My Dad used to work with Anhydrous Ammonia as a fertilizer. The stuff is pretty dangerous. You needed special licenses and training to work with the stuff. If you had a large spill, or a blown line or blown tank, your only hope was to get to the emergency shower in the 20-30 seconds before it killed you.
Have any of you guys looked into ammonia as a fuel or additive.
Yes, I thought about, but it's less than ideal, even though it's one of the few fuels that can be had and used without any greenhouse gas emission. Another is hydrazine (N2H4), which is actually used as a rocket fuel.
A gallon of anhydrous ammonia has more hydrogen than a gallon of liquid hydrogen.
It's cheap and abundant.
Do you know what's needed to make concentrated ammonia on an industrial scale? Nitrogen, which is plentiful in the air, and hydrogen, which is usually made of natural gas. You'd better of burning CNG than making NH3 from it, and then trying to burn that.
Rather combustible there's many different engines that have been powered with ammonia from cars to jets.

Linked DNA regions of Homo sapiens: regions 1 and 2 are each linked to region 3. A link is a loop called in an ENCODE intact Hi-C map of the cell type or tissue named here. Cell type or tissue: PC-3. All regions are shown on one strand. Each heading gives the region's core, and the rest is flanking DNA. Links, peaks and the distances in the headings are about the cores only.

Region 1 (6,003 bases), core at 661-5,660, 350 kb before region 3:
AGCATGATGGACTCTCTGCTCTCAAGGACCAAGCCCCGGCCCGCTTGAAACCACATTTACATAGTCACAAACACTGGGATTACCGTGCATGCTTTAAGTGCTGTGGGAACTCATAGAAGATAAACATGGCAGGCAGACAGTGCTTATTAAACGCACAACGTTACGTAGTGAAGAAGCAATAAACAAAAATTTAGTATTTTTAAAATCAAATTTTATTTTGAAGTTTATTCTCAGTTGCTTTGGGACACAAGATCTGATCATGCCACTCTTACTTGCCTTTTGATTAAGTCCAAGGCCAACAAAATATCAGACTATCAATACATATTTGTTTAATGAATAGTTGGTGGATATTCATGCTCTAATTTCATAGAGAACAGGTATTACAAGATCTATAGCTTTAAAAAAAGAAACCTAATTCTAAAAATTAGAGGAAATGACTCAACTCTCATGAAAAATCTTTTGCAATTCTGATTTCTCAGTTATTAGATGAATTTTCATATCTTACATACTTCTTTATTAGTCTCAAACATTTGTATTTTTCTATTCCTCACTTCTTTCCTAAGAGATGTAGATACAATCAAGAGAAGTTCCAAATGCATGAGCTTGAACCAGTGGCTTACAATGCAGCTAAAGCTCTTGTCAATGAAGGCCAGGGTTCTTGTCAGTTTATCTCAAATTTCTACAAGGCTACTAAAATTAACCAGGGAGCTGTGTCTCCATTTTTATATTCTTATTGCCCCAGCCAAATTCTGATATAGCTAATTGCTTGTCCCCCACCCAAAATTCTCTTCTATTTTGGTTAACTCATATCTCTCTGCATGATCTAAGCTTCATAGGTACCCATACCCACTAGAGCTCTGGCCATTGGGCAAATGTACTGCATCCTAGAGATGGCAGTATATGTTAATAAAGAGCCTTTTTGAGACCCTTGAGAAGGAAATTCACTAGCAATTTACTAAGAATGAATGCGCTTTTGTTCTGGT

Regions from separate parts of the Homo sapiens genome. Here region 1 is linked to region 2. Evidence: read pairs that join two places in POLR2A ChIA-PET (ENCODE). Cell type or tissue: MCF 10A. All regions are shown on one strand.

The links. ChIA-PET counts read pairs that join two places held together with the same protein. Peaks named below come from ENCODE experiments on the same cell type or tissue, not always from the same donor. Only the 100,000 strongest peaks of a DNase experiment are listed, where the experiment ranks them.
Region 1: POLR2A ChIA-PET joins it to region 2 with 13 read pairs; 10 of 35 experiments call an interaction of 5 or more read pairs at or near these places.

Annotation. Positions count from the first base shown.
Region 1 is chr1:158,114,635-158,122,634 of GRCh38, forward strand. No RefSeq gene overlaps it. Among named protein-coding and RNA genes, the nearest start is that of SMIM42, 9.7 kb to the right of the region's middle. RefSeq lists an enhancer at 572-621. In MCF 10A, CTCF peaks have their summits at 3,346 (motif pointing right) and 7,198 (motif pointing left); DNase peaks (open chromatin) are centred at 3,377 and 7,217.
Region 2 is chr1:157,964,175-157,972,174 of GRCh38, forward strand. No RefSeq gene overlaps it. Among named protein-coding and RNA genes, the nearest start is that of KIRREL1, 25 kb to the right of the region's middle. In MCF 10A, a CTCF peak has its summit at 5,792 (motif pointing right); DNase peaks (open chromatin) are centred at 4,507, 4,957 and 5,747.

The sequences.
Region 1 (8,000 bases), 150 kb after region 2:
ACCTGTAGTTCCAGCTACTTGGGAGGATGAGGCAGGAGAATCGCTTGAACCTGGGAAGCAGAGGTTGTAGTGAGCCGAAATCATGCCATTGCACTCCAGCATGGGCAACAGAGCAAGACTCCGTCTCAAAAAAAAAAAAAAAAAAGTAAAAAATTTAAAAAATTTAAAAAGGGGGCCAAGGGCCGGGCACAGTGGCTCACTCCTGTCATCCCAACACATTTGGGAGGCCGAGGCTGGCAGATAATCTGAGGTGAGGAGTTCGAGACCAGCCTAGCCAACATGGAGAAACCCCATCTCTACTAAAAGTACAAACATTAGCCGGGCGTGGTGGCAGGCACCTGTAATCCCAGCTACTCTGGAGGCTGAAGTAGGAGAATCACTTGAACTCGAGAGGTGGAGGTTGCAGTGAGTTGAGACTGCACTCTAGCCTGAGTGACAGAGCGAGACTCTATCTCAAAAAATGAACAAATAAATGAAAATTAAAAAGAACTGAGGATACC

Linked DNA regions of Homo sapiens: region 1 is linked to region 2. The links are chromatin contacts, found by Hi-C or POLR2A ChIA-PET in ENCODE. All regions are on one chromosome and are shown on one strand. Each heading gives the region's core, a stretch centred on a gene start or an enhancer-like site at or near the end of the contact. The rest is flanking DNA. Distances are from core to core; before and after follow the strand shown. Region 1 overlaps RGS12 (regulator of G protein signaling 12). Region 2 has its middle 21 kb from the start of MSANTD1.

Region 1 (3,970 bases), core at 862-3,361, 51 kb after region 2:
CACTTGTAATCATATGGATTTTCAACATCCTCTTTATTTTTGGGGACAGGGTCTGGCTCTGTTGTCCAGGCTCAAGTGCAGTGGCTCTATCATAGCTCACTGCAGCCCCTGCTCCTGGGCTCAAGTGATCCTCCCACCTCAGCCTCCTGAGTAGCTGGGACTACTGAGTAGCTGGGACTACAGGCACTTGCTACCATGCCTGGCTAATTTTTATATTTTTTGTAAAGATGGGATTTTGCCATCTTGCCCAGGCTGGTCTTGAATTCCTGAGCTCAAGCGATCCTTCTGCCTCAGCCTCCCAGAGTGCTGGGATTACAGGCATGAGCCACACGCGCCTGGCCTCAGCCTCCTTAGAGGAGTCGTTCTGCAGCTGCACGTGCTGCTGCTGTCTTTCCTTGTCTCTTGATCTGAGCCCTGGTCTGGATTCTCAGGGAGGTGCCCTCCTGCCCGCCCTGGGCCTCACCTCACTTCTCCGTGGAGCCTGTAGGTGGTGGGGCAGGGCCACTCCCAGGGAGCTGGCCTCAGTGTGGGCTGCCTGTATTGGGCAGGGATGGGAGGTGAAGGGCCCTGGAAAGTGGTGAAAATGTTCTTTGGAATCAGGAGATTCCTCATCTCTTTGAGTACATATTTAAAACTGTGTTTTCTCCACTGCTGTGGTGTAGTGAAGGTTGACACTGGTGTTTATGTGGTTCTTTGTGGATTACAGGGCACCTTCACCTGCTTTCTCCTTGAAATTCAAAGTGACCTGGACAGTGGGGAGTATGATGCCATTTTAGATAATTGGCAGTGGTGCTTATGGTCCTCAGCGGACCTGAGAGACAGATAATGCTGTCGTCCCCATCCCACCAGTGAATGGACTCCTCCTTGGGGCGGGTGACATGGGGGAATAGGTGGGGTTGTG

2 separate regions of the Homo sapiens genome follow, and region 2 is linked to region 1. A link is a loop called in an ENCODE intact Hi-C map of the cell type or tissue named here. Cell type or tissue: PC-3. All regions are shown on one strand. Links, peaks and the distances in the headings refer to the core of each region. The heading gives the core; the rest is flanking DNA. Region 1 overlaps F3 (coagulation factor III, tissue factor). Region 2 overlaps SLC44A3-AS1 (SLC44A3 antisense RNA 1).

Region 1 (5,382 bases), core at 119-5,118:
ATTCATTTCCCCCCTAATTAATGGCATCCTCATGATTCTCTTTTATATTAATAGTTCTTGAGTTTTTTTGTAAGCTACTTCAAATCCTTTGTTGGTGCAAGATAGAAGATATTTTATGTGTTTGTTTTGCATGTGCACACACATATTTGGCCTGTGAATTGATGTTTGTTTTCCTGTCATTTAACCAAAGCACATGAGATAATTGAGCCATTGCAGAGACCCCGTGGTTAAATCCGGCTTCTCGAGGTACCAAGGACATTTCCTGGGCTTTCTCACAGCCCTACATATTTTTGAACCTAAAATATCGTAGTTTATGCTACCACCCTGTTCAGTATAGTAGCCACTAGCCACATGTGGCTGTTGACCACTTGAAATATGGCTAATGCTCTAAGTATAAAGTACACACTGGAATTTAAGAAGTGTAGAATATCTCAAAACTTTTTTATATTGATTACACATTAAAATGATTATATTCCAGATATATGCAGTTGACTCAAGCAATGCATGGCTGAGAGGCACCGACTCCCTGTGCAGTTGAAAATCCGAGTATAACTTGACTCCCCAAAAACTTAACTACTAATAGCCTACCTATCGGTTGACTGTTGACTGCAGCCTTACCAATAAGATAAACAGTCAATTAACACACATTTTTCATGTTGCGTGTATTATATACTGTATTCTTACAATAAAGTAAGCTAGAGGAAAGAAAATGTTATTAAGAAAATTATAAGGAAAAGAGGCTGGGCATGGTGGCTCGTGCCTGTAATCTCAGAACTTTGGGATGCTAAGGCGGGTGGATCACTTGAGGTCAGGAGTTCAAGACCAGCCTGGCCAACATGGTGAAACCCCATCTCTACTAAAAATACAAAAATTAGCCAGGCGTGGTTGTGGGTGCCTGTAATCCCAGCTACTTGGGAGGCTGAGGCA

I haven't heard any engines powered with it, so it's probably not very common, and there are some good reasons for that, with one of the mbeing:
"Ammonia does not burn readily or sustain combustion, except under narrow fuel-to-air mixtures of 15-25% air. " (this is from Ammonia - Wikipedia, the free encyclopedia )
Other one s that concentrated ammonia can be rather deadly, much more dangerous than either gasoline or hydrogen.
It very readily absorbs in water, and apparently can be mixed with gasoline/deisel.
The water part is most certainly true, but I'm somewhat (?!) skeptical about the other two.
I was thinking a good first step would be and ammonia injection system much like water/methonal injection using an ammonia/water mix.
Just get a water injection kit, and put in ammonia instead of water.
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